Best Practices for Managing the Sales Development Lifecycle
The number one challenge I hear from sales development leaders is how to successfully manage the SDR lifecycle. This can take many forms: hiring, onboarding, training, performance, motivation, internal promotions, attrition, and so on. The average SDR lifecycle is 14.2 months. Given this figure, it’s not surprising that the sales development organization is often described as the “minor league team” for the rest of the organization. This poses a unique challenge for SDR leaders who have to constantly fill seats in the “leaking bucket” that is the SDR team, and get each rep performing as early, as consistently, and for as long as possible.
Average Tenure of Sales Development Reps by Month
The five best practices are:
- Establish a scalable hiring process
- Onboard SDRs in a week, get to full ramp in month two
- Create an internal SDR promotion path
- Monitor and troubleshoot underperformance early
- Maintain a high degree of hands-on coaching
Establish a Scalable Hiring Process
Sales development leaders are in constant recruiting mode especially on successful teams where the irony of the situation is that the better you do, the more turnover you will have because sales will recruit all your team members. The key for success is to develop a scalable hiring process that is always on and to identify the right candidates quickly, with a 70% or higher level of consistency. Sales Development leaders don’t have time to spend 2-3 months finding the right candidates. Instead, they need to backfill positions within 3-4 weeks at worst.
A scalable hiring process requires the following:
- A clearly defined ideal candidate profile that provides a large pool of candidate options. If you look at the data below, you will see that over 70% of high growth sales development teams opt for hiring without experience. The candidate pool for experienced candidates is much smaller and filled with competitive, more expensive recruits. This is especially true in the competitive markets in the major tech centers such as San Francisco and New York.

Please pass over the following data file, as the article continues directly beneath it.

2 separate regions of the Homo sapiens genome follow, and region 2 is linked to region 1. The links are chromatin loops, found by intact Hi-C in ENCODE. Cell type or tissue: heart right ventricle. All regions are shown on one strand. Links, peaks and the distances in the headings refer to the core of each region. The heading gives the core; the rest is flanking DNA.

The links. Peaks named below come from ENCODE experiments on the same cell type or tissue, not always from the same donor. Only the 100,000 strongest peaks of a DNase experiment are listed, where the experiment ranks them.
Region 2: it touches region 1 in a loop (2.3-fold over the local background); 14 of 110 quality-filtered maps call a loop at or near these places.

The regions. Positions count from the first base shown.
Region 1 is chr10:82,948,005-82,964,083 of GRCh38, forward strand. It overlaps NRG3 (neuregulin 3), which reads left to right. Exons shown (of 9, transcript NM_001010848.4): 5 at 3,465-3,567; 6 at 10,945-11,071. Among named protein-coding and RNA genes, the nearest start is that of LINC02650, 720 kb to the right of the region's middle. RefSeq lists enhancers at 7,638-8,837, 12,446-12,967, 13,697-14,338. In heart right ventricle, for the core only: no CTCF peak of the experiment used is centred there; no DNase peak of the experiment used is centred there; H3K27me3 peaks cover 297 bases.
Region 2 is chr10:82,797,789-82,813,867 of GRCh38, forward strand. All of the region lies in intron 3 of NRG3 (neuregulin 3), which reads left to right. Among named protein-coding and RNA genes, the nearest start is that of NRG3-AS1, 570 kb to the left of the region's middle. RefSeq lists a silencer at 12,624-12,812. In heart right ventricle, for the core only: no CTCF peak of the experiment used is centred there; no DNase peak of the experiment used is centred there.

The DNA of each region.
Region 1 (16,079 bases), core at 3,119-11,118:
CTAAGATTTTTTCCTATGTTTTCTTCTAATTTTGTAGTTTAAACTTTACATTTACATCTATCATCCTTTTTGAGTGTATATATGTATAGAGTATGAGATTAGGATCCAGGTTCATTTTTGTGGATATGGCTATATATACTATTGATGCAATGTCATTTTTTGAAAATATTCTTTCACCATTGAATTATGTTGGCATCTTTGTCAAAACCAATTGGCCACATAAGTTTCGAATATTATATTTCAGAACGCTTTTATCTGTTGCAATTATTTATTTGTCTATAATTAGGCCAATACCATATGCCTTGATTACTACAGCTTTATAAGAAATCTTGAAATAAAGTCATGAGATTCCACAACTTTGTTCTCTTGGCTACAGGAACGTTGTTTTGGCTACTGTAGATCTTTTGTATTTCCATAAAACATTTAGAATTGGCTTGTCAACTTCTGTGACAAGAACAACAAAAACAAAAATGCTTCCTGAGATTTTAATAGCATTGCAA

- Establish a standard hiring process that vets candidates for your ideal profile but is quick. For example, many companies have created score sheets to rank candidates based on the skills and background defined in the ideal candidate profile and have a standard set of interviewers who are part of the interview process.
- Always be recruiting — never pull the job description off the website, promote employee referrals, and interview great candidates whether you have an opening or not
Percentage of sales development teams that hire based on experience versus without experience
Onboard SDRs in a Week, Get to Full Ramp in Month Two
The math is very simple. An SDR is only in the seat 14 months; there is no time to wait 3 months for them to be onboarded. As a result there has to be a standardized onboarding process designed to get SDRs trained in a week and to full ramp by month two.
Quick but thorough onboarding requirements are as follows:
- Develop a standard onboarding calendar and playbook.
- Focus on the core skills needed to be successful. Many companies make the mistake of putting SDRs though the same product marketing driven training as sales which often confuses them.
- Create certifications to ensure SDR comprehension of subject matter.
- Check in with trainees every day to make sure they are picking up the training.
Sample one week training schedule
Create an Internal Career Advancement Plan